Every woodworker spends a protion of their time designing things to build or modifying existing plans to suit their own purposes and needs. Many woodworkers are also designers who start with a blank piece of paper and design their works from a concept or idea in their head, and plan the whole project out on paper.
One of the challenges of designing projects from scratch is ... how do you ensure they "look good", now I know that what looks good for one person may not look good for another, but we are talking about the "balance" of a project, not about whether you actually like the idea or not. For example you may not like the design of a certain chair, while other do, but the design of that chair may or may not be "in balance", which could be contributing to why some may not like it.
Back in early Greek times, when the concept of mathematics was being developed, a very keen mathematitian discovered a set of numbers that can be used to help desginers and architects design projects that are "in balance"". This set of numbers was morphed into an artchitectual device called a Fibonacci Gauge. The device is a simple concept that is basically like a three legged devider, but with a bit of a twist. When you set the 2 outside legs, the inner leg moves as well to a designated spot, and it is the middle leg that is used as well, in helping to design furniture, buildings and almost any type of visual artistic work.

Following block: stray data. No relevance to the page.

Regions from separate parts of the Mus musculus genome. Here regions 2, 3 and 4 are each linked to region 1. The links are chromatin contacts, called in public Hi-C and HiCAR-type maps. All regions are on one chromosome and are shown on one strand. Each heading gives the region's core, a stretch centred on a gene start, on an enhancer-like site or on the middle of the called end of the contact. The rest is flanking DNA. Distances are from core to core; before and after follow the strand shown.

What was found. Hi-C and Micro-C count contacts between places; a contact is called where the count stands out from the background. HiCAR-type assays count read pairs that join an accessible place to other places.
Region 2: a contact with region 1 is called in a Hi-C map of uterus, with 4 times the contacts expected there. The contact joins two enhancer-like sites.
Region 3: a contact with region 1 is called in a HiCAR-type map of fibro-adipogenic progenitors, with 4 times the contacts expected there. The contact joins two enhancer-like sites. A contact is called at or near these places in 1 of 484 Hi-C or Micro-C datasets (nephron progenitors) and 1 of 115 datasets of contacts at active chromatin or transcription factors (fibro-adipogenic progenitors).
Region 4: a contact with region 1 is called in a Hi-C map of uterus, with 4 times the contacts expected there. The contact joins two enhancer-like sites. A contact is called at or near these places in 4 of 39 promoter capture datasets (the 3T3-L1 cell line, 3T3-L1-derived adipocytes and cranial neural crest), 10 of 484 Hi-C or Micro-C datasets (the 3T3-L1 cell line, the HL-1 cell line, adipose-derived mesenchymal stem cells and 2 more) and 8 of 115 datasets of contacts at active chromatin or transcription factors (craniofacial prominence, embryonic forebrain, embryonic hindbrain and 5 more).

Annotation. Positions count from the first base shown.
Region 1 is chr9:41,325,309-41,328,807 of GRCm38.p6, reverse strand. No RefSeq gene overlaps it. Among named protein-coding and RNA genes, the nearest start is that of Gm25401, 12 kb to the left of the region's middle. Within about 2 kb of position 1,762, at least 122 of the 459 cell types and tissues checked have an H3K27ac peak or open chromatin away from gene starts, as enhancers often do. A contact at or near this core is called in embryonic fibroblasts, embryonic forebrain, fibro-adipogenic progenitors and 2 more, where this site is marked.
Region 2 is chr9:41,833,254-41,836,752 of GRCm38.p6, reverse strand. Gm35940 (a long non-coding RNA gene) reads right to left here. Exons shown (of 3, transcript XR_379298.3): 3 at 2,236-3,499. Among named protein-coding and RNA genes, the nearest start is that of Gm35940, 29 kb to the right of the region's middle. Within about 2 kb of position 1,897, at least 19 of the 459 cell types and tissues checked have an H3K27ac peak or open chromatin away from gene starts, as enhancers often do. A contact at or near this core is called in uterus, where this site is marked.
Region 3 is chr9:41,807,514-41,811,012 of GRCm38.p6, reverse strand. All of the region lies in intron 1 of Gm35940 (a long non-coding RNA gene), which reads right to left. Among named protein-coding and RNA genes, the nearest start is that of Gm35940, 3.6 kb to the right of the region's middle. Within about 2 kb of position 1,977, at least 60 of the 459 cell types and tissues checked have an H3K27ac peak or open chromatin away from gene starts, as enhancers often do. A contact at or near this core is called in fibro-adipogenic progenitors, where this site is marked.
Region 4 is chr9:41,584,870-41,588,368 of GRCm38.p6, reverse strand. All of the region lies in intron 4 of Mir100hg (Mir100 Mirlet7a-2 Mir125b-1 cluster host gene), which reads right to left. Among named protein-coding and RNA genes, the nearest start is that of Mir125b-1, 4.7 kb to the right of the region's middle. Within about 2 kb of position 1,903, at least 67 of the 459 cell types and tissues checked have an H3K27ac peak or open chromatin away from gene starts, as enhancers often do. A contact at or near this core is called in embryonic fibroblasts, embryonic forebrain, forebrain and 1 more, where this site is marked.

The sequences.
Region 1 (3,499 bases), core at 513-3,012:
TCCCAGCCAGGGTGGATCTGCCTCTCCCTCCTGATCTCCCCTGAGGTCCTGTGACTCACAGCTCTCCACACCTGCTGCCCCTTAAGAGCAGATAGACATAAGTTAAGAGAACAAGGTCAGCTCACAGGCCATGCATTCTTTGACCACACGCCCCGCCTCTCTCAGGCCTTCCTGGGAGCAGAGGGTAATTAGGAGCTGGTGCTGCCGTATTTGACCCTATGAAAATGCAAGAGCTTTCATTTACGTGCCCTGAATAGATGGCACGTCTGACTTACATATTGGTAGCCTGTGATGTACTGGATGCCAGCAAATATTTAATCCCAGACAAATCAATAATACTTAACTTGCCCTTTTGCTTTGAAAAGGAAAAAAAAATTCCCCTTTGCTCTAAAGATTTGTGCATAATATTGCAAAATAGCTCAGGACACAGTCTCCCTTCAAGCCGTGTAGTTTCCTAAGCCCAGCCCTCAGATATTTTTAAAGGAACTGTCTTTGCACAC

In our case we need to use the Fibonaccin Gauge to help design a pleasing look to a small side table we had seen in a publication several years ago. We wanted to make a table of the similar design, but could not find the plans so had to go about making our own in a manner that ...
... was easy to understand, and that was a design that looked "balanced" and as pleasing to the eye as we could muster up.
For the templates we decided to use 1/4" hardboard that has some sort of a white coating on one side. Plain hardboard would be fine too, but for our purposes of drying to video tape this so everyone could see, we opted for the white version.
Making the first template, which was the side of the table, was relatively easy because we were working from a sheet of hardboard that was 2 feet wide and 4 feet long. Given these dimensions, and the fact that we knew we wanted a table that was around 24 inches high, all we need to do was to find what an acceptable width would be, and that's exactly what the gauge gave us. In our case we decided to go with the 14 inch width which one of the optional widths the gauge showed us. Since the top of the side or end of the table was slightly narrower, the gauge also gave us the width of the top, simply by using the other measurement on the gauge (as shown in the video).
The second measurement we needed to know was the length of the table between the two sides. Since we knew the height, we used the gauge in a different way. We knew we didn't want a square shape table, i,e, as long as it is high, we deciede to use double up on what the gauge told us, so we used the shorter reading, then doubled it to get width of approximatelay 18 inched.
The last template we needed to make was the lower shelf. In this case we took the shorter reading of the gauge and in this case we halfed it to give us a reading of about 4 inches off the floor.
All of these measurements are of course a bit rough. That is the beaty of using the Fibonacci Gauge, it's main purpose is to give you guidelines that help give proximities of size and shape, and with these known distances we can work out the small details of what works best for us. An amazing little tool that is an enormous help in designing woodworking projects ... just like the Greeks, who are renouned for their timeless structures.
Copyright - Colin Knecht